And if you’re asked something you don’t know, just admit it. Instead of being honest, I pretended to know things and that did NOT work out well. We can’t know everything and shouldn’t pretend to. Say, “I don’t know. That’s not a topic I’m familiar with and I’d be happy to hear about it from you, but I can’t offer as much input into it as you need” or “That’s not an area I’ve researched.”
7.) Know what you want. One reason I wasn’t honest or comfortable on the call was because I hadn’t made up my mind if I wanted to work on the project or not. Internal tension is a total killer, because you’re swayed by anything and sound wishy washy. Once you know what you want or what a good outcome looks like for you, you have something to focus on and can show up so much stronger.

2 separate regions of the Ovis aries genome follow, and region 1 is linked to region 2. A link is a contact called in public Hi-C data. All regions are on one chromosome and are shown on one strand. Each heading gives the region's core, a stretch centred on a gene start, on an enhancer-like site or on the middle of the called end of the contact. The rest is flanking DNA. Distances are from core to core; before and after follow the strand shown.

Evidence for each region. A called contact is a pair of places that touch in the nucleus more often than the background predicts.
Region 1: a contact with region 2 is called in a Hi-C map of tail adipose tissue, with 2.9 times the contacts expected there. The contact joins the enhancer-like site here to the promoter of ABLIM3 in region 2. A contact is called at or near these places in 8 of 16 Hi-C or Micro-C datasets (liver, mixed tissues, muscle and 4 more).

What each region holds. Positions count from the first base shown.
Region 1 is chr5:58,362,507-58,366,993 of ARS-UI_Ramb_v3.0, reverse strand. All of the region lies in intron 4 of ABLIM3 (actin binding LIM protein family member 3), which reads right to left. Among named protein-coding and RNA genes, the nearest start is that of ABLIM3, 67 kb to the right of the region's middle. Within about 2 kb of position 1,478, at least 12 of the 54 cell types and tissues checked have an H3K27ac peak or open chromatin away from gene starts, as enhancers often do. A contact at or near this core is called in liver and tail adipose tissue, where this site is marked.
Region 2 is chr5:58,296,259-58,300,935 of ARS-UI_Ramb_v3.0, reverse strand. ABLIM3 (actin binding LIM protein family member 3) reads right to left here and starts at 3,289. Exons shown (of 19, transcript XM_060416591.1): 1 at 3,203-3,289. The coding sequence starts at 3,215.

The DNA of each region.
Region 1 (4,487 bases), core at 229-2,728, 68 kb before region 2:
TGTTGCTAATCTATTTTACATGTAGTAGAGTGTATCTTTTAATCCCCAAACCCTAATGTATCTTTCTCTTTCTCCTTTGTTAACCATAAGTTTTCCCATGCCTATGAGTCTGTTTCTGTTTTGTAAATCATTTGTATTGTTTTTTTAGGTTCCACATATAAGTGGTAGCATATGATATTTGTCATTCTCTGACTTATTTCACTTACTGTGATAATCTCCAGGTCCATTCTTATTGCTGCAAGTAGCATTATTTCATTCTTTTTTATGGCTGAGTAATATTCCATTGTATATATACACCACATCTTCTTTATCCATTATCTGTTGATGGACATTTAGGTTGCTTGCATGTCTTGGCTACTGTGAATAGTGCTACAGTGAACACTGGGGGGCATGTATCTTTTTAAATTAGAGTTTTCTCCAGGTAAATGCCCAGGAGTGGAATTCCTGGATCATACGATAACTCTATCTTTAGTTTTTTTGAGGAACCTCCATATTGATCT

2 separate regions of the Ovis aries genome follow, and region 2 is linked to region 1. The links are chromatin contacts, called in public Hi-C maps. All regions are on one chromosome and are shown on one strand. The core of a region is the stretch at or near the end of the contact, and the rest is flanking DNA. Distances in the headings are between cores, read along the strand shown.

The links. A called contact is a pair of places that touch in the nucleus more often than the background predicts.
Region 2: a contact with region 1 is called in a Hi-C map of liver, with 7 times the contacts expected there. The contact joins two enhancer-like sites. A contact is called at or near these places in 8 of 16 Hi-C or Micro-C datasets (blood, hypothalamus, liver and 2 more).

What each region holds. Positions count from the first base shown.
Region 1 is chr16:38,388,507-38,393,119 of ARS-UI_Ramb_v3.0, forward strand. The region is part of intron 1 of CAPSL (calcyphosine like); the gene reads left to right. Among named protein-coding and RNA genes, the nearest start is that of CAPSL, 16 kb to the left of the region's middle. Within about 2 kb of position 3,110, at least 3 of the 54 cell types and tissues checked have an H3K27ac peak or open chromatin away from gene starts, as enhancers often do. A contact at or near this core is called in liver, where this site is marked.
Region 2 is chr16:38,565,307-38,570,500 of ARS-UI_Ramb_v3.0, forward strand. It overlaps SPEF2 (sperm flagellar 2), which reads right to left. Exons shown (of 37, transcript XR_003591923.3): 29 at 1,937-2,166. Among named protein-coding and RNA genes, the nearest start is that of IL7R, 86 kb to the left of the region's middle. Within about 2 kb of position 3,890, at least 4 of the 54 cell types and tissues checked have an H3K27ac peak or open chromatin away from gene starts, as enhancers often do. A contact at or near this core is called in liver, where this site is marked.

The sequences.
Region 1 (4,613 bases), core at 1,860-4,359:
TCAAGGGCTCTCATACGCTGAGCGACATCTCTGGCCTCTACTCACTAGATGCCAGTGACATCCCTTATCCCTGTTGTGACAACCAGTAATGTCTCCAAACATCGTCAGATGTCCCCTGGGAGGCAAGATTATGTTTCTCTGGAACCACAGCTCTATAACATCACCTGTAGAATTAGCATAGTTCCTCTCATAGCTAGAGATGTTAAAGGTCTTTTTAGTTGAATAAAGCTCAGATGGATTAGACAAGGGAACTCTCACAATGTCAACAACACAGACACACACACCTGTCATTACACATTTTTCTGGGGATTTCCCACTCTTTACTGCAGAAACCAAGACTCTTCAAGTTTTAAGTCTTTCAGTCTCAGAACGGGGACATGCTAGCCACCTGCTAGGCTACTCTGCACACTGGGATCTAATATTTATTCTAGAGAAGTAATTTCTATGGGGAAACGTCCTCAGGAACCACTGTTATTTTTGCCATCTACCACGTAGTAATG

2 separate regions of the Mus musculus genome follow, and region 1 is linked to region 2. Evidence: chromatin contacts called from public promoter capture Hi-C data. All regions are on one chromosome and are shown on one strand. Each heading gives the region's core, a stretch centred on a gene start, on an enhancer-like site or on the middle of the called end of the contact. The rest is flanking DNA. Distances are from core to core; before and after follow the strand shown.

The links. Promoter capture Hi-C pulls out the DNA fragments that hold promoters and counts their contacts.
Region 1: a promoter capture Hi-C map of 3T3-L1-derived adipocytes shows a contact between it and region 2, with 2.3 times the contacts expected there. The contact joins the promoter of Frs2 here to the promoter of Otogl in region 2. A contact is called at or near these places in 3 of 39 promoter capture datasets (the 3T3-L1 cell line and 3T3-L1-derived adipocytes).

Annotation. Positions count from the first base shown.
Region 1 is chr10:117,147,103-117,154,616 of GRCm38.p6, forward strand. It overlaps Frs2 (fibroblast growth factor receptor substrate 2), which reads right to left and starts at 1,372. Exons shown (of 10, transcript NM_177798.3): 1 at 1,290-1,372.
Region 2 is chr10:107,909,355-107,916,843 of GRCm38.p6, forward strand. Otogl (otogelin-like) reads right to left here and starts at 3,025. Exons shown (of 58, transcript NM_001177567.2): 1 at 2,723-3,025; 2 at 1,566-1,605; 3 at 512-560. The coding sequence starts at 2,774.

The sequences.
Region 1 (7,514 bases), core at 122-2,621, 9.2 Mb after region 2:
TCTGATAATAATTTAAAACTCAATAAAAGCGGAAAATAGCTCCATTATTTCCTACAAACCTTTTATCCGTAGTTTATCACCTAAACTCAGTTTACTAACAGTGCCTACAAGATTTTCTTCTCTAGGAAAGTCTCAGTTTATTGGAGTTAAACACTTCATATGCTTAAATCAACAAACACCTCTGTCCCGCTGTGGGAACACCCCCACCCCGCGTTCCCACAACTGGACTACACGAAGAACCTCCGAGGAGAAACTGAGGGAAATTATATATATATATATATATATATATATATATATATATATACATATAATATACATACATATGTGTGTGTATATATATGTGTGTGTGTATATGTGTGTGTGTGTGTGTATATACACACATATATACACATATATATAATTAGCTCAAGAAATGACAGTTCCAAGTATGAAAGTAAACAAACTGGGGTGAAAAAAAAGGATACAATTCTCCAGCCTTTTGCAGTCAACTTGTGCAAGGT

8.) After doing all of the above, know you’ve done your best to address your feelings and behavior. Now go out and live your life. This happens to everyone and instead of feeling icky, write a post, make a list of lessons, do something, but don’t dwell on it. An hour after my phone call, I hopped the subway, took my nephew to French class, ate dinner with him, and forgot about the whole thing. Time to move on.
Go forth with all your Annie Hall moments, because it’s okay. If you’re doing big things and pushing for your dreams, you will encounter embarrassing situations. So what. Go big, make mistakes, learn from them, and move on.